But that second article by Jacqueline Alemany at the Washington Post, the one that says that the LGBTQ+ caucus wants to see more representation, it cites this communication from that caucus, that's LGBTQ+ equality caucus stating "While your administration is on track to beat the most diverse in American history, we ask that you continue your commitment to diversity by ensuring LGBTQ+ professionals are included in your cabinet and throughout your administration. The fact is that the LGBTQ+ community remains underrepresented at the highest levels of our government." That said in a letter addressed to Biden and vice president-elect Kamala D, Harris from the nine caucus co-chaired, obtained by the Washington Post column, Power Up. But it's also really important to find out who is doing the advising to the transition team here.

Avery's article tells us, "Chai Feldblum, a former Equal Employment Opportunity Commission member, who was instrumental in drafting the Americans With Disabilities Act and Deputy Assistant US Attorney-General, Pamela Karlan, co-counsel in United States V Windsor, which struck down part of the Defensive Marriage Act, are reviewing the Department of Justice and related agencies for the Biden transition team, including the Federal Election Commission and the Commission on Civil Rights." Now, it's really important that we understand something. These names are recognizable. There's something going on here. You don't have to wonder the kind of advice being given. This tells us, we really don't have to wonder as if we ever did what would be the disposition or the policy structure of a Biden administration.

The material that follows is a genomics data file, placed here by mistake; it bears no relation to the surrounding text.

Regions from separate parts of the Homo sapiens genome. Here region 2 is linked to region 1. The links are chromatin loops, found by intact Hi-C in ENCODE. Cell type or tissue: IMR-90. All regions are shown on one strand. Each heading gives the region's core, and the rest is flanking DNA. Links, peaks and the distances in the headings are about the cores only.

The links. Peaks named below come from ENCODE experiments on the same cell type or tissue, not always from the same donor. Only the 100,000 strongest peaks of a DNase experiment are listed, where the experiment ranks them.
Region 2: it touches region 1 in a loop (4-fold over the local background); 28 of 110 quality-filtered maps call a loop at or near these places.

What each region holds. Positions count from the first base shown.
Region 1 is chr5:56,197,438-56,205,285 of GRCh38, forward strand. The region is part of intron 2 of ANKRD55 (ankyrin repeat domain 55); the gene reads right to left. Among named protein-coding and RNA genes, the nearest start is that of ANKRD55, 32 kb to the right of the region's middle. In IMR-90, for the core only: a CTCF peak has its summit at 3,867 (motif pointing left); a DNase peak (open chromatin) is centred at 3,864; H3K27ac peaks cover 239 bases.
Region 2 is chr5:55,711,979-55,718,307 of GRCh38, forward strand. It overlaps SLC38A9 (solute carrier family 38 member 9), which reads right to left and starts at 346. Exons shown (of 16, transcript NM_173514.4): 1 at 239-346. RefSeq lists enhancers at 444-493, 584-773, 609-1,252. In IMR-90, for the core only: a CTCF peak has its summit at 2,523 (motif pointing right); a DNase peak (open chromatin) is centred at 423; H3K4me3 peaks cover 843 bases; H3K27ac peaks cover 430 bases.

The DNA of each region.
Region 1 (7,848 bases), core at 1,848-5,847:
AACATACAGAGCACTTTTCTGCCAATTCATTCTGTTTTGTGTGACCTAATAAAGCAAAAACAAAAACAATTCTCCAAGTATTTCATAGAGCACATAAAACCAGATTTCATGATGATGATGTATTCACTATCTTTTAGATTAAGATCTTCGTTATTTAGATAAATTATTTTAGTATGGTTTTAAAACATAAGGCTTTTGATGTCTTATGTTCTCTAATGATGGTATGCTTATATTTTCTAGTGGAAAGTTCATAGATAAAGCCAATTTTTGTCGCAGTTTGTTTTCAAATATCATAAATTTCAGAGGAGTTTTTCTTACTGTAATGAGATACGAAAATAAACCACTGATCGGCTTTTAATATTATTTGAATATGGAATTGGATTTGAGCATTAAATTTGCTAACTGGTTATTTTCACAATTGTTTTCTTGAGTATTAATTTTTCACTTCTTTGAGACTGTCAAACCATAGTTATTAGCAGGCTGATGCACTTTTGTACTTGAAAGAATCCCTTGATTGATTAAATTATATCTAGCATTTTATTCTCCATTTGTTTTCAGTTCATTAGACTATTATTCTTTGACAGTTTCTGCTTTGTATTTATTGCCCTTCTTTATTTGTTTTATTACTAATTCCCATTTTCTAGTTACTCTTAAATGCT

The name Chai Feldblum here is really important. She's a former law professor and is now teaching law again, but she was also for a time, an Obama appointee to the Equal Employment Opportunity Commission. She also is a very honest scholar. She's an activist for the LGBTQ community. She participated in an exchange that was dated before the Supreme Court decision legalizing same-sex marriage. This was a conference that had to do with the obvious implications of same-sex marriage for religious liberty. Chai Feldblum participated honestly, in that forum, but what she said is absolutely chilling.